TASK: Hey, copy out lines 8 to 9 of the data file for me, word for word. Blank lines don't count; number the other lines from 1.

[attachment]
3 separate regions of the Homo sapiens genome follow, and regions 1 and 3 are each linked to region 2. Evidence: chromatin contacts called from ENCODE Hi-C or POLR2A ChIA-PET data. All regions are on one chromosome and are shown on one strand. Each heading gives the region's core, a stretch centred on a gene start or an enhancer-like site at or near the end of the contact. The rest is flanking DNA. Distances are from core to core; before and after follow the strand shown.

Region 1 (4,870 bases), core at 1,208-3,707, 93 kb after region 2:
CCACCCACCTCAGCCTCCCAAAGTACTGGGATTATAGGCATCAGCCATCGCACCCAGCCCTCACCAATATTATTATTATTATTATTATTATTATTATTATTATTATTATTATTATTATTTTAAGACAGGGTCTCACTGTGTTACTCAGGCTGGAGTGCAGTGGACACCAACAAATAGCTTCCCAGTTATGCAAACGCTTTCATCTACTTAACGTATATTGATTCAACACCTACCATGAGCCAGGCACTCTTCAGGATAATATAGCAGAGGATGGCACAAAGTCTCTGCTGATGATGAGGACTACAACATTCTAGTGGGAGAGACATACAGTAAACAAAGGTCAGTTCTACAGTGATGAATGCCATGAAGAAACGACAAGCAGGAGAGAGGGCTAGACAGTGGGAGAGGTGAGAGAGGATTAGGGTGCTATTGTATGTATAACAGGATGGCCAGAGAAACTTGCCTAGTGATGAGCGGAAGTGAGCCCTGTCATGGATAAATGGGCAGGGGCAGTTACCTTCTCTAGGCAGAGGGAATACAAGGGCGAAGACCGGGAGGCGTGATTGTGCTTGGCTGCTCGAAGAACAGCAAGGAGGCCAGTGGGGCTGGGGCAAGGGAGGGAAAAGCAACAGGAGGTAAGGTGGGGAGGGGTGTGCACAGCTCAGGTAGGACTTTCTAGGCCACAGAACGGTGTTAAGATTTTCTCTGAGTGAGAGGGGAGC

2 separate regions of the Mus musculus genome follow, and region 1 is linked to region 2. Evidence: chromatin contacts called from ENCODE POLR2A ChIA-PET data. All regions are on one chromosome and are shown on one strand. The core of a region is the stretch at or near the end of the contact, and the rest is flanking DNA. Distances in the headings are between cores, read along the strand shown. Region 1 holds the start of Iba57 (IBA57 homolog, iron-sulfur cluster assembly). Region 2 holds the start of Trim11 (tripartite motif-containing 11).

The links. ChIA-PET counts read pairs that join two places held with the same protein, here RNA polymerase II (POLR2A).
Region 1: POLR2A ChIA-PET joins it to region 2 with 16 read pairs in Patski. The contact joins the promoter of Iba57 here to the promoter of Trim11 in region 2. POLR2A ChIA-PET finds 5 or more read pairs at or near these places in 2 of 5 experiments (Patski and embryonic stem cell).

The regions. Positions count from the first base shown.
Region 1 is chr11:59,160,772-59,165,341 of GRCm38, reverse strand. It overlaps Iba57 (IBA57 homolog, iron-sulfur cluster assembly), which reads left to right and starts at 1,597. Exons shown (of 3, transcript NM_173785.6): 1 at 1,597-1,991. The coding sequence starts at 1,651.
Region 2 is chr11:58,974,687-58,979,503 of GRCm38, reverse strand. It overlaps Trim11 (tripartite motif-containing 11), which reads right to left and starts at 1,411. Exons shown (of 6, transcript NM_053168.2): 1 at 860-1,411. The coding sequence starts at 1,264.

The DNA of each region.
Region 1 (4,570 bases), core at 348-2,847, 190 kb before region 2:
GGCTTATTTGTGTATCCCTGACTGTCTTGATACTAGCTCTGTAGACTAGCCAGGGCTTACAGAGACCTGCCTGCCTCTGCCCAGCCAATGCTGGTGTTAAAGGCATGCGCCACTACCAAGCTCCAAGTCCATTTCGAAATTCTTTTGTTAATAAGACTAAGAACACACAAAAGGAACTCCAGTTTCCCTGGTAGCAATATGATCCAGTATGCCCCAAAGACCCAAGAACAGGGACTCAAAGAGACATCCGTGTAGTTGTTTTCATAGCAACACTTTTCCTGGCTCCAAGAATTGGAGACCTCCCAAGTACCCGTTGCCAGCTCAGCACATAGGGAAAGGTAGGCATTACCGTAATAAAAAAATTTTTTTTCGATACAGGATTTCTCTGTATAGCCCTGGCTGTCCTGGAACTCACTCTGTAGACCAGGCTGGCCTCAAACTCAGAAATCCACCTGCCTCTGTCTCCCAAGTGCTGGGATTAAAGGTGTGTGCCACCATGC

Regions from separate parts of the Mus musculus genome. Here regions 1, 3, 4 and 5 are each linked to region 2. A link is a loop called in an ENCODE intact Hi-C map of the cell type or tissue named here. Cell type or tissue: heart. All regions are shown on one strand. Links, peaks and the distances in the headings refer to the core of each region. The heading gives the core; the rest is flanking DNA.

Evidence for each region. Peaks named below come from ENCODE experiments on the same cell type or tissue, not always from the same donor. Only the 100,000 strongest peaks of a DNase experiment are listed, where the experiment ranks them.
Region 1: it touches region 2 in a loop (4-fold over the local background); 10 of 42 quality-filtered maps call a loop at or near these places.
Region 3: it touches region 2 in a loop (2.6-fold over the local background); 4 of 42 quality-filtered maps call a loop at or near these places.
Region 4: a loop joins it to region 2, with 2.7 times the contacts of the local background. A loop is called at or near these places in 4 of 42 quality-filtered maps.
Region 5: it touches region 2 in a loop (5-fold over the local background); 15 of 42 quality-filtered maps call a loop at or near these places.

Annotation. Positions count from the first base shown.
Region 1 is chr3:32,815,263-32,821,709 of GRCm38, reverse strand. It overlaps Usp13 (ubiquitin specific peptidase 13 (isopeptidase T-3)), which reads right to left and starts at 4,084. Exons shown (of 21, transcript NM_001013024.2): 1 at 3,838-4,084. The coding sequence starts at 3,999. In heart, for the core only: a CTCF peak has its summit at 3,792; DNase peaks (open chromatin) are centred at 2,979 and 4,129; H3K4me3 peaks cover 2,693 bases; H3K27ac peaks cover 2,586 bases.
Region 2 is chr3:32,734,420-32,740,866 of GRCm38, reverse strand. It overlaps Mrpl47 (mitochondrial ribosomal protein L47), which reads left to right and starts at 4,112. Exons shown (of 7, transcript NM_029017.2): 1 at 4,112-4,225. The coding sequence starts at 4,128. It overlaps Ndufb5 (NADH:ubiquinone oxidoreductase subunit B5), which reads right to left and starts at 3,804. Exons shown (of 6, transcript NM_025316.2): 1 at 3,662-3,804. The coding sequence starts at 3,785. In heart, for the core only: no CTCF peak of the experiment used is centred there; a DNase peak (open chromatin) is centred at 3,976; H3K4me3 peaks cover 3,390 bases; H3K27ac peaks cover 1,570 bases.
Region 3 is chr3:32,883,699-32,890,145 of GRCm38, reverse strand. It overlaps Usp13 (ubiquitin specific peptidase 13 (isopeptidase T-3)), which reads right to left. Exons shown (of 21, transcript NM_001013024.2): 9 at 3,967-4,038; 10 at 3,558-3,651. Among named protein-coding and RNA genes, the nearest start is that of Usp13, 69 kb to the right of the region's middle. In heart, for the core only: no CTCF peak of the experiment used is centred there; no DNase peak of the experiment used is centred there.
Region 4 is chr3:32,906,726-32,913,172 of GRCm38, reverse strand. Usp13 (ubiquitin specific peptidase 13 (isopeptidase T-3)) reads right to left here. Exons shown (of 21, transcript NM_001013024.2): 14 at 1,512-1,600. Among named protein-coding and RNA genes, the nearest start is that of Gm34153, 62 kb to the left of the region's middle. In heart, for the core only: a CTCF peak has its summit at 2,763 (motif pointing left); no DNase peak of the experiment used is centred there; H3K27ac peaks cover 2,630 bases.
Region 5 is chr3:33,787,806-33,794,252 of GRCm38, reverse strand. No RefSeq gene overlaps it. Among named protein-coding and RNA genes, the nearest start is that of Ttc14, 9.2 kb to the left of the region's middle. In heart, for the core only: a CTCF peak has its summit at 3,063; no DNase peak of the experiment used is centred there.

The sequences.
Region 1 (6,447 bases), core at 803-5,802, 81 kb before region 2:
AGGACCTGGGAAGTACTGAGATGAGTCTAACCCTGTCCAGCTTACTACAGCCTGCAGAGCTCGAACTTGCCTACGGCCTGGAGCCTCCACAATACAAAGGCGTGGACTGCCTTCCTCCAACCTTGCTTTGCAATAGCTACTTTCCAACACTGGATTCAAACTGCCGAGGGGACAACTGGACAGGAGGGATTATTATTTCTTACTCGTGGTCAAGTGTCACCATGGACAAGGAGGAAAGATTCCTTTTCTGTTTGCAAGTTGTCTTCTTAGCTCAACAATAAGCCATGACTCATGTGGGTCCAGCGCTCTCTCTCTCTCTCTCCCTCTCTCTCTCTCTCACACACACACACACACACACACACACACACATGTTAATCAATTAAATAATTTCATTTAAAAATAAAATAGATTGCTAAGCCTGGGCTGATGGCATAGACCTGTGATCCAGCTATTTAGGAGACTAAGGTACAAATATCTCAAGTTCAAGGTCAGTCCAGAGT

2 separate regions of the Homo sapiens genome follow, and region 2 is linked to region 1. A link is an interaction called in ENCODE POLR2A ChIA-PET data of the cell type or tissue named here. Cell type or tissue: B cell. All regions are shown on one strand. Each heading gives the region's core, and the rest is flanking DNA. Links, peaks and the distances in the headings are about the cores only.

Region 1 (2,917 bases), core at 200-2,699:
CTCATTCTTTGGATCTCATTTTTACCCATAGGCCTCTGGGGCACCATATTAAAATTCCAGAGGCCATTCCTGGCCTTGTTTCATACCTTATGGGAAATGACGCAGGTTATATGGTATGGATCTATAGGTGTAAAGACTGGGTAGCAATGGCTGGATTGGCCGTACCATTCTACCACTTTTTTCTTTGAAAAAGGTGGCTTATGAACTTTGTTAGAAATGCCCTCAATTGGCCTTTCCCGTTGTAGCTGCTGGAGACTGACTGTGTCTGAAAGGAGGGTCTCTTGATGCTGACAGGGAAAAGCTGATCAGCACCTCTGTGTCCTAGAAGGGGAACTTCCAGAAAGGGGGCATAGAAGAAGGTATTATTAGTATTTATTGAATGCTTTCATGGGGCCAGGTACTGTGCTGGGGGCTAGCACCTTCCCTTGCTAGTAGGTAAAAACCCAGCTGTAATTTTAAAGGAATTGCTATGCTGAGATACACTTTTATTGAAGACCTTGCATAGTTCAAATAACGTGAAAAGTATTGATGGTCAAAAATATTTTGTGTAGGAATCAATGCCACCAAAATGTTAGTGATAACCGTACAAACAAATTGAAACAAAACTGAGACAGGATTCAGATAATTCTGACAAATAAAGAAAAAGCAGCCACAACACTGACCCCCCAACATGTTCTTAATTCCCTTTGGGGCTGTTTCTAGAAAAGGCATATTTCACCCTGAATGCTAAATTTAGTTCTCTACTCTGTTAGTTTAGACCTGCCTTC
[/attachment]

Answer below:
Region 1 is chr11:59,160,772-59,165,341 of GRCm38, reverse strand. It overlaps Iba57 (IBA57 homolog, iron-sulfur cluster assembly), which reads left to right and starts at 1,597. Exons shown (of 3, transcript NM_173785.6): 1 at 1,597-1,991. The coding sequence starts at 1,651.
Region 2 is chr11:58,974,687-58,979,503 of GRCm38, reverse strand. It overlaps Trim11 (tripartite motif-containing 11), which reads right to left and starts at 1,411. Exons shown (of 6, transcript NM_053168.2): 1 at 860-1,411. The coding sequence starts at 1,264.